Cryoprecipitate transfusion in trauma patients attenuates hyperfibrinolysis and restores normal clot structure and stability: Results from a laboratory sub-study of the FEISTY trial

  • Gael B. Morrow (Oxford Brookes University, University of Aberdeen) (Creator)
  • Timea Feller (Creator)
  • Zoe McQuilten (Creator)
  • Elizabeth Wake (Creator)
  • Robert A S Ariëns (Creator)
  • James Winearls (Creator)
  • Nicola Mutch (Creator)
  • Mike A Laffan (Creator)
  • Nicola Curry (Creator)



Abstract Background Fibrinogen is the first coagulation protein to reach critical levels during traumatic haemorrhage. This laboratory study compares paired plasma samples pre- and post-fibrinogen replacement from the Fibrinogen Early In Severe Trauma studY (FEISTY; NCT02745041). FEISTY is the first randomised controlled trial to compare the time to administration of cryoprecipitate (cryo) and fibrinogen concentrate (Fg-C; Riastap) in trauma patients. This study will determine differences in clot strength and fibrinolytic stability within individuals and between treatment arms. Methods Clot lysis, plasmin generation, atomic force microscopy and confocal microscopy were utilised to investigate clot strength and structure in FEISTY patient plasma. Results Fibrinogen concentration was significantly increased post-transfusion in both groups. The rate of plasmin generation was reduced 1.5-fold post-transfusion of cryo but remained unchanged with Fg-C transfusion. Plasminogen activator inhibitor 1 activity and antigen levels and Factor XIII antigen were increased post-treatment with cryo, but not Fg-C. Confocal microscopy analysis of fibrin clots revealed that cryo transfusion restored fibrin structure similar to those observed in control clots. In contrast, clots remained porous with stunted fibres after infusion with Fg-C. Cryo but not Fg-C treatment increased individual fibre toughness and stiffness. Conclusions In summary, our data indicate that cryo transfusion restores key fibrinolytic regulators and limits plasmin generation to form stronger clots in an ex vivo laboratory study. This is the first study to investigate differences in clot stability and structure between cryo and Fg-C and demonstrates that the additional factors in cryo allow formation of a stronger and more stable clot.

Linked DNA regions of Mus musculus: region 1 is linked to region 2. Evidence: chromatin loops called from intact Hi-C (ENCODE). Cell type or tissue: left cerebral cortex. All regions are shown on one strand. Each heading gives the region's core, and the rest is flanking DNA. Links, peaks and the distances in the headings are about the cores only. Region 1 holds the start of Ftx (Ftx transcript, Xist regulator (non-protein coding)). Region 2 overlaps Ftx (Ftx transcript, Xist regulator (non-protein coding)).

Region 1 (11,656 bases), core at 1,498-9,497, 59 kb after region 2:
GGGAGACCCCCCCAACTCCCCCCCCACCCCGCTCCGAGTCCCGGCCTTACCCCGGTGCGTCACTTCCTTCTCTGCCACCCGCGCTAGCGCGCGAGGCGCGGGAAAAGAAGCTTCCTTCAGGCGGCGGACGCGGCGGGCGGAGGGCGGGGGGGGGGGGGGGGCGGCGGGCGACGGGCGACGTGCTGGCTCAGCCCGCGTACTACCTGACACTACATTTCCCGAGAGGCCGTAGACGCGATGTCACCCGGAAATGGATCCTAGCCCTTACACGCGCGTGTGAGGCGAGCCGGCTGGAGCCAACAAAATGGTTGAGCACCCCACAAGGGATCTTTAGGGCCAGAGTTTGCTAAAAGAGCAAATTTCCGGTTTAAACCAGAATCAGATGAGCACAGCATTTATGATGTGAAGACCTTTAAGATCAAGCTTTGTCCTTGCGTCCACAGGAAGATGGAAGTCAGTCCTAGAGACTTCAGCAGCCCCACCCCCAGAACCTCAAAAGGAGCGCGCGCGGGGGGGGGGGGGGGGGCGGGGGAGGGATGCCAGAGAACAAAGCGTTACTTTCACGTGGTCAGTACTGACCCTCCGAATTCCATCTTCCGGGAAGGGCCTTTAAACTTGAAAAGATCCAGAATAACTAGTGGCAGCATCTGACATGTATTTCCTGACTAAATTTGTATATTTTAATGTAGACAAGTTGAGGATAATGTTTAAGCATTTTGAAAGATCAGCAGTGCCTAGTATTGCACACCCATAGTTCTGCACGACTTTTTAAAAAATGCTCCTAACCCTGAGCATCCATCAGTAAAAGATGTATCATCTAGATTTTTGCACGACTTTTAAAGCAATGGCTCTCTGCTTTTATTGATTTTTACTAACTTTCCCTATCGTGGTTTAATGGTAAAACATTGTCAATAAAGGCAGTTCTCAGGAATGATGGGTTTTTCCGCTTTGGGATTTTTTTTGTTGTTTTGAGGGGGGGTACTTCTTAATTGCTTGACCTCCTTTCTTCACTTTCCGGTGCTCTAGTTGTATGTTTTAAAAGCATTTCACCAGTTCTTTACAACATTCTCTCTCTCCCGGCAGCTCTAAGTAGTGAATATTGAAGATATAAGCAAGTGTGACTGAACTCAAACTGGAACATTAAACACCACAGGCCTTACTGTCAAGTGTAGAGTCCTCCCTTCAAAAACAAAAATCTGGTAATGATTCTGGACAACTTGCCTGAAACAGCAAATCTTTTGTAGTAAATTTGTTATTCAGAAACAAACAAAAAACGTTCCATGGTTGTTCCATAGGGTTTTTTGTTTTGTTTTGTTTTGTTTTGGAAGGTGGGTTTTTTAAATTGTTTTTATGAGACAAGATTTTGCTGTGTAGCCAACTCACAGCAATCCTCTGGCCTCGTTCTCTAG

Date made available2022

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